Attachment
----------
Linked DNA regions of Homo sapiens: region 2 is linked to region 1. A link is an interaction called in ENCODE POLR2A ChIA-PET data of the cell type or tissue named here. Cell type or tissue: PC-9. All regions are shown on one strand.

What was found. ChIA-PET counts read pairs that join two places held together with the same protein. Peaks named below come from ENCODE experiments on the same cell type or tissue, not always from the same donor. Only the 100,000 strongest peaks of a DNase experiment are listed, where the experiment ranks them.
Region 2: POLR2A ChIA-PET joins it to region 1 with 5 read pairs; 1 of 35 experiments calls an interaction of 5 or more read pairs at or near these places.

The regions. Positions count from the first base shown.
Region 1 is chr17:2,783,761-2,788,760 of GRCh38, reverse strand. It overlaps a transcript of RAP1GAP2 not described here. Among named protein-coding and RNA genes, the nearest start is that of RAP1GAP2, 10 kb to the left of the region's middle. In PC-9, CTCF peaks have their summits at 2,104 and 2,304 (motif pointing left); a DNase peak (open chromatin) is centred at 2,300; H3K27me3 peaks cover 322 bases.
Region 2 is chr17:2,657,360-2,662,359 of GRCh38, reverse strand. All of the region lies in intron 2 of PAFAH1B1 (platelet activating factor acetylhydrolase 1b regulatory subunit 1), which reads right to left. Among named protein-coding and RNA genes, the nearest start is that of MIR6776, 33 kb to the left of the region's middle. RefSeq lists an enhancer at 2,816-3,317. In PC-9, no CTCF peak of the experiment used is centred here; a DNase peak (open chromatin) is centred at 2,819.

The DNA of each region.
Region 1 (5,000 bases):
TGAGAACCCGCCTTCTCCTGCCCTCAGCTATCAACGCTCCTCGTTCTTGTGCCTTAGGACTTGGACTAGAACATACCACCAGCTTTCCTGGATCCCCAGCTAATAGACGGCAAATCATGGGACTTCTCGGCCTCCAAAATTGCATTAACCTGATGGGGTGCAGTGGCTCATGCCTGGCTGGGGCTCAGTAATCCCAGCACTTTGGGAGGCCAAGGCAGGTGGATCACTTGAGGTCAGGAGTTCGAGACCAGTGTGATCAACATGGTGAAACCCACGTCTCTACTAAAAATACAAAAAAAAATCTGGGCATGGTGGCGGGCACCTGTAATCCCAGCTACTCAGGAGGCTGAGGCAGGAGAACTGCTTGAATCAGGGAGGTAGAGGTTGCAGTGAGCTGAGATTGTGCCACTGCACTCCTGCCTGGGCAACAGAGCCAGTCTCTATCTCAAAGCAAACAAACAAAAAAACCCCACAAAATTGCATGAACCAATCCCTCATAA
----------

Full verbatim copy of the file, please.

Linked DNA regions of Homo sapiens: region 2 is linked to region 1. A link is an interaction called in ENCODE POLR2A ChIA-PET data of the cell type or tissue named here. Cell type or tissue: PC-9. All regions are shown on one strand.

What was found. ChIA-PET counts read pairs that join two places held together with the same protein. Peaks named below come from ENCODE experiments on the same cell type or tissue, not always from the same donor. Only the 100,000 strongest peaks of a DNase experiment are listed, where the experiment ranks them.
Region 2: POLR2A ChIA-PET joins it to region 1 with 5 read pairs; 1 of 35 experiments calls an interaction of 5 or more read pairs at or near these places.

The regions. Positions count from the first base shown.
Region 1 is chr17:2,783,761-2,788,760 of GRCh38, reverse strand. It overlaps a transcript of RAP1GAP2 not described here. Among named protein-coding and RNA genes, the nearest start is that of RAP1GAP2, 10 kb to the left of the region's middle. In PC-9, CTCF peaks have their summits at 2,104 and 2,304 (motif pointing left); a DNase peak (open chromatin) is centred at 2,300; H3K27me3 peaks cover 322 bases.
Region 2 is chr17:2,657,360-2,662,359 of GRCh38, reverse strand. All of the region lies in intron 2 of PAFAH1B1 (platelet activating factor acetylhydrolase 1b regulatory subunit 1), which reads right to left. Among named protein-coding and RNA genes, the nearest start is that of MIR6776, 33 kb to the left of the region's middle. RefSeq lists an enhancer at 2,816-3,317. In PC-9, no CTCF peak of the experiment used is centred here; a DNase peak (open chromatin) is centred at 2,819.

The DNA of each region.
Region 1 (5,000 bases):
TGAGAACCCGCCTTCTCCTGCCCTCAGCTATCAACGCTCCTCGTTCTTGTGCCTTAGGACTTGGACTAGAACATACCACCAGCTTTCCTGGATCCCCAGCTAATAGACGGCAAATCATGGGACTTCTCGGCCTCCAAAATTGCATTAACCTGATGGGGTGCAGTGGCTCATGCCTGGCTGGGGCTCAGTAATCCCAGCACTTTGGGAGGCCAAGGCAGGTGGATCACTTGAGGTCAGGAGTTCGAGACCAGTGTGATCAACATGGTGAAACCCACGTCTCTACTAAAAATACAAAAAAAAATCTGGGCATGGTGGCGGGCACCTGTAATCCCAGCTACTCAGGAGGCTGAGGCAGGAGAACTGCTTGAATCAGGGAGGTAGAGGTTGCAGTGAGCTGAGATTGTGCCACTGCACTCCTGCCTGGGCAACAGAGCCAGTCTCTATCTCAAAGCAAACAAACAAAAAAACCCCACAAAATTGCATGAACCAATCCCTCATAA